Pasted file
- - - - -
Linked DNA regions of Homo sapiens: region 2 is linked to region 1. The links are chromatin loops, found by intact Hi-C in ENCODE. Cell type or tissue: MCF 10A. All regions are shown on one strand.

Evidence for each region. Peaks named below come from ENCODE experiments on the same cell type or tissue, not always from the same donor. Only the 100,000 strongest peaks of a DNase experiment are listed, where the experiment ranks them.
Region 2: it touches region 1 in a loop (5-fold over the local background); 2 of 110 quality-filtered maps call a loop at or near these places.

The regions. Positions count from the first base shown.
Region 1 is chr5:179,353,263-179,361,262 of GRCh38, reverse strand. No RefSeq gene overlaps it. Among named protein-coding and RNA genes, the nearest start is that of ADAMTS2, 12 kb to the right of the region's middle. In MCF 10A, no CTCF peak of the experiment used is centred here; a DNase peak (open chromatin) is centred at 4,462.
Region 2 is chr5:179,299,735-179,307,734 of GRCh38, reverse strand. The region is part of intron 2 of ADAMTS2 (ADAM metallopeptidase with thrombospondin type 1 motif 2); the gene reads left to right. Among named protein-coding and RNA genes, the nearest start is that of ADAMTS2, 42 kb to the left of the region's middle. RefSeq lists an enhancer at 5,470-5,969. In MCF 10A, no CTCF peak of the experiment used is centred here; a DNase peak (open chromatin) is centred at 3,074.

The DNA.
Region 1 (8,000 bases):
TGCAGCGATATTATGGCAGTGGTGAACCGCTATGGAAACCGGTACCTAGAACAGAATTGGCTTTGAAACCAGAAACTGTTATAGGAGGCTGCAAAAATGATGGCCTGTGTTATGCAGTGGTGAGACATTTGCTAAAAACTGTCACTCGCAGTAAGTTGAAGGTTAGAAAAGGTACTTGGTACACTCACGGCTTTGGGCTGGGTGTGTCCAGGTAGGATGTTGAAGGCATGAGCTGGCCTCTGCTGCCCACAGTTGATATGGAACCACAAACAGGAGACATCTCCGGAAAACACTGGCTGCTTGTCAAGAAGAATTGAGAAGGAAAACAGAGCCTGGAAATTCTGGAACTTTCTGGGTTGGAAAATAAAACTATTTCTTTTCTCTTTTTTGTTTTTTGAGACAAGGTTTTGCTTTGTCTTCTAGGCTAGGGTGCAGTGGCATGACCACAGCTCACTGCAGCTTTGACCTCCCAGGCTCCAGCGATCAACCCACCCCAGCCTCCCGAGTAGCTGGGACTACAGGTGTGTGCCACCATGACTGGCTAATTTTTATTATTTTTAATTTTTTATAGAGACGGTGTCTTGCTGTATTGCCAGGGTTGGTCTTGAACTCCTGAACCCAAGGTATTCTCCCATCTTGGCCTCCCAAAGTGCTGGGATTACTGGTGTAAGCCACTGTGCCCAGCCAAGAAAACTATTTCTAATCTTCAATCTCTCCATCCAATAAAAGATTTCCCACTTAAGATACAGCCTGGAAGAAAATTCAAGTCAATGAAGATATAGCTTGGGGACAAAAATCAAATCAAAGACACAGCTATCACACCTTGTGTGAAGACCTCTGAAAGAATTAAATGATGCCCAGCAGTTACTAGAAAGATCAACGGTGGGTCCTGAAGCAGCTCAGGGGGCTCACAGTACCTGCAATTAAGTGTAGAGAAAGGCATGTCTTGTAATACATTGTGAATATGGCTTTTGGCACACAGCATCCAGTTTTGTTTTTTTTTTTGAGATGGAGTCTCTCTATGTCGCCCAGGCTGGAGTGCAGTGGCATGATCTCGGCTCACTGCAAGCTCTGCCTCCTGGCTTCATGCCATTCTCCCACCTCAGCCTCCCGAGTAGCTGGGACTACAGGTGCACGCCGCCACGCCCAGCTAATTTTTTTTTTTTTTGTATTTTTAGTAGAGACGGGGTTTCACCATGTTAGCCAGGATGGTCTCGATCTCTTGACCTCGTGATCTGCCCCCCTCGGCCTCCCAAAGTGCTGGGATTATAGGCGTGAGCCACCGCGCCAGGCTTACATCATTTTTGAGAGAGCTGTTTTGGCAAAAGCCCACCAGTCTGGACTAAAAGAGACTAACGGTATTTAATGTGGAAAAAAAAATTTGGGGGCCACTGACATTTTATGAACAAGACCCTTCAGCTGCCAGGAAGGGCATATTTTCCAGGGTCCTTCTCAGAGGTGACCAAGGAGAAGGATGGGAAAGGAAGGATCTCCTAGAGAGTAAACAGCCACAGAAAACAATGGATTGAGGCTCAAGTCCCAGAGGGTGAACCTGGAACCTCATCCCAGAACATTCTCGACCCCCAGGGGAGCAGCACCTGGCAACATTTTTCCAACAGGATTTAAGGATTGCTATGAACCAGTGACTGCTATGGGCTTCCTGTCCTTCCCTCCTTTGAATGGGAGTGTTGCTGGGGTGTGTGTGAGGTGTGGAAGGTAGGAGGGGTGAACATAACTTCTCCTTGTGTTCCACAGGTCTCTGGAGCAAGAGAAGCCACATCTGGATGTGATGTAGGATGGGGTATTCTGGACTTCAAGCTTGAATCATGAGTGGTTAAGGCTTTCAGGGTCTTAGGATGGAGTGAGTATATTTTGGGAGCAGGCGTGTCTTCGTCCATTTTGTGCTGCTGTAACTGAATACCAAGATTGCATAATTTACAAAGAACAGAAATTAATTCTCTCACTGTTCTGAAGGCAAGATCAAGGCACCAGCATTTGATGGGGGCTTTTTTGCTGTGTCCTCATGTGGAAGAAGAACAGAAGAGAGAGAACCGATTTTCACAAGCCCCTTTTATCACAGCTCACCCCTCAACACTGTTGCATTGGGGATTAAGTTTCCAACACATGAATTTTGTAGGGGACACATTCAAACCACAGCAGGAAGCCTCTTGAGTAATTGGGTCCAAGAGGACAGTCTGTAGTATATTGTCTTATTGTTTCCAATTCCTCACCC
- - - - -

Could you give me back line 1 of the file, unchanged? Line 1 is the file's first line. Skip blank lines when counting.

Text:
Linked DNA regions of Homo sapiens: region 2 is linked to region 1. The links are chromatin loops, found by intact Hi-C in ENCODE. Cell type or tissue: MCF 10A. All regions are shown on one strand.